Unlike most hunters, Mr. Rhodes has acquired a great deal of property.
He has purchased in all about two thousand acres of land and has five
hundred acres under his own management.
John Rhodes is fully six feet in height and was formerly very straight
and muscular. Although he is now far advanced in years, his eyes have a
bright, expressive look when he is interested in anything. He is a good
business man, and has as much confidence in his ability to manage his
financial aft'airs as in his ability to kill a deer or run a wolf. He
appears younger than he is, and seems to be in the full possession of
all his faculties. It would appear that he has many years yet to live,
and his great vitality would even now bear him up under many hardships.
John Rhodes has been married three times, and has had thirteen
children, seven of whom are living. lie first married Mary Johnson, who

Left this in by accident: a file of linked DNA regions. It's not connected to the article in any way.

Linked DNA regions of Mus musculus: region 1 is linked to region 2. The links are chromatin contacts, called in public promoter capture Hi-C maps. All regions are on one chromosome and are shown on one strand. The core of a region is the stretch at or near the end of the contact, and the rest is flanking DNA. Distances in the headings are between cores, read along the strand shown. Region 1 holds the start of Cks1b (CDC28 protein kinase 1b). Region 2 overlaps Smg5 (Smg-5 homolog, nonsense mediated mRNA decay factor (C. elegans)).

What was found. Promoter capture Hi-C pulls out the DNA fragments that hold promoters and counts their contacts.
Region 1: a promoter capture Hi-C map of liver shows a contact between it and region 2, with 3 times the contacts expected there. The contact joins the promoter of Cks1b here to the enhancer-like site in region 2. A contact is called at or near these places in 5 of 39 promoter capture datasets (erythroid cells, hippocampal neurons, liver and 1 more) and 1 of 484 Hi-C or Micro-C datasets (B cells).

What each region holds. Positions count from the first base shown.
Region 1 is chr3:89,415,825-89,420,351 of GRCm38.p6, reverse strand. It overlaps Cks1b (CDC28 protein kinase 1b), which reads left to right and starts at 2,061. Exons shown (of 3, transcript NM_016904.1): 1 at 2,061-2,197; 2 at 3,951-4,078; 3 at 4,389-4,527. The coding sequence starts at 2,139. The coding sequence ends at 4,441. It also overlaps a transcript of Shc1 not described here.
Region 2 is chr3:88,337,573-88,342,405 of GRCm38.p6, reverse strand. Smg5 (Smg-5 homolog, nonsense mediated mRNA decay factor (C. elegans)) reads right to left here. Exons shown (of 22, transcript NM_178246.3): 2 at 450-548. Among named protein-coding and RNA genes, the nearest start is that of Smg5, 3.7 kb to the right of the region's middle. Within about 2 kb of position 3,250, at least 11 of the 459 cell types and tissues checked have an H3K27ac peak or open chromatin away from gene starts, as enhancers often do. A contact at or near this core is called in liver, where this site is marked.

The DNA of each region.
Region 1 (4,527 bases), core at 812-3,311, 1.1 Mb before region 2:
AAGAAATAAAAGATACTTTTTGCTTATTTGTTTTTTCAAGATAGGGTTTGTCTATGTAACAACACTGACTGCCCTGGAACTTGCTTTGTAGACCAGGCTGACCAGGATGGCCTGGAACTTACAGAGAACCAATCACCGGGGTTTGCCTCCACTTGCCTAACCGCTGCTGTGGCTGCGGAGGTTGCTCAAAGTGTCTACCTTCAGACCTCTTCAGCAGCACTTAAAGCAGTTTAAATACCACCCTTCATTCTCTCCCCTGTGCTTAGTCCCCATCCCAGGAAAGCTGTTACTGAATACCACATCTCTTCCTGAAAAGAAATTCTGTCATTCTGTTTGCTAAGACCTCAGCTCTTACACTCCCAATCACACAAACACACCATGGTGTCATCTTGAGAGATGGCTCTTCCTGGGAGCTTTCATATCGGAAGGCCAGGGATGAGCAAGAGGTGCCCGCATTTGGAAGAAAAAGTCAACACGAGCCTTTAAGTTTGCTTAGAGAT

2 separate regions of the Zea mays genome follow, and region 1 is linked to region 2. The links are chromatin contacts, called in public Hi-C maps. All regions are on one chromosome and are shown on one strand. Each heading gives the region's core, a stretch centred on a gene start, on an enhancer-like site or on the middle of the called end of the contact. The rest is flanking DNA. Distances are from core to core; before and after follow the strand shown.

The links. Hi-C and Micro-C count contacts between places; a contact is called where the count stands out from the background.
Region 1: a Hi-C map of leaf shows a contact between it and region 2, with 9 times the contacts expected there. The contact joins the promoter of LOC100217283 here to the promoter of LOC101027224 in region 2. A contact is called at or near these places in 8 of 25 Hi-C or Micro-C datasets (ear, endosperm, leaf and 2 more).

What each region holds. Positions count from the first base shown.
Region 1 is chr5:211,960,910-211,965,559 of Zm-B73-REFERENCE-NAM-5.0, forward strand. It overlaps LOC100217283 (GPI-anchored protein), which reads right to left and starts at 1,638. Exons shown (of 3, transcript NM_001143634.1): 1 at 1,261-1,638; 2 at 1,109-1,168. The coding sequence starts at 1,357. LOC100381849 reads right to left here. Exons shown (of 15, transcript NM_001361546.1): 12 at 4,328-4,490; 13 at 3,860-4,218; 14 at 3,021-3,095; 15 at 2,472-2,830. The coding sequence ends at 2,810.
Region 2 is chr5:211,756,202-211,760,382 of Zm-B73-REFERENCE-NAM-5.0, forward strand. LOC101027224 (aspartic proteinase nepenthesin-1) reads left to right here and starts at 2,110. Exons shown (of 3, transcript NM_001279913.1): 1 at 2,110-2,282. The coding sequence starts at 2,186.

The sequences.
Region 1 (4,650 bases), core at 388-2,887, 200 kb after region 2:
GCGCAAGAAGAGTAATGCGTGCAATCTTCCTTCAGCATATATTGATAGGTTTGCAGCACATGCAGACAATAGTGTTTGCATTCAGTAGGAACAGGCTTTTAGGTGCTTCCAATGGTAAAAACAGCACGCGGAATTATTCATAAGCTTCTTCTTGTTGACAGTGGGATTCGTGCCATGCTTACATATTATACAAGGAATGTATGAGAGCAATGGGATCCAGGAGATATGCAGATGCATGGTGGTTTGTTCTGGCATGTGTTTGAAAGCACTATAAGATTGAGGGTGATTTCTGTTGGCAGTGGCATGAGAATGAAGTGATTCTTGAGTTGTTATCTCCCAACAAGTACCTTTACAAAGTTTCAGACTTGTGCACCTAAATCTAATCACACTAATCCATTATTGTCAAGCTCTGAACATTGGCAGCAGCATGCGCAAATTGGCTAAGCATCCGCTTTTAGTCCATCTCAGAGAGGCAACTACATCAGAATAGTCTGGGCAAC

died December 15, 1845. Five children of this marriage are living. They
Cynthia Ann, wife of Benjamin Turnipseed, born July 28, 1819, lives at
the head of the Mackinaw.
Caroline Bellew, wife of William Bellew, was born February 6, 1823, and
lives at the head of the Mackinaw.
William J. Rhodes, born February 16, 1825, lives a mile east of his
Emily Brewster, wife of John Brewster, was born June 21, 1827, and
lives one mile south of her father's.
Aaron Pain Rhodes was born April 28, 1833, and lives one and a half
miles southeast of his father's, on the Leroy road.
John Rhodes married the second time to Mrs. Mary Ann Yazel, a widow,
and by this marriage has two living children. They are:
Samuel M. Rhodes, born September 16, 1850, and Cinderella Rhodes, born
August 15, 1852, live at home.
John Rhodes married, the last time, Mrs. Maria Ensminger, a widow, on
the 13th of March, 1863. They appear to take the world comfortably.
Mrs. Rhodes is a wide awake lady. She takes a great deal of interest in
the history of other days, and is one of the most agreeable of women.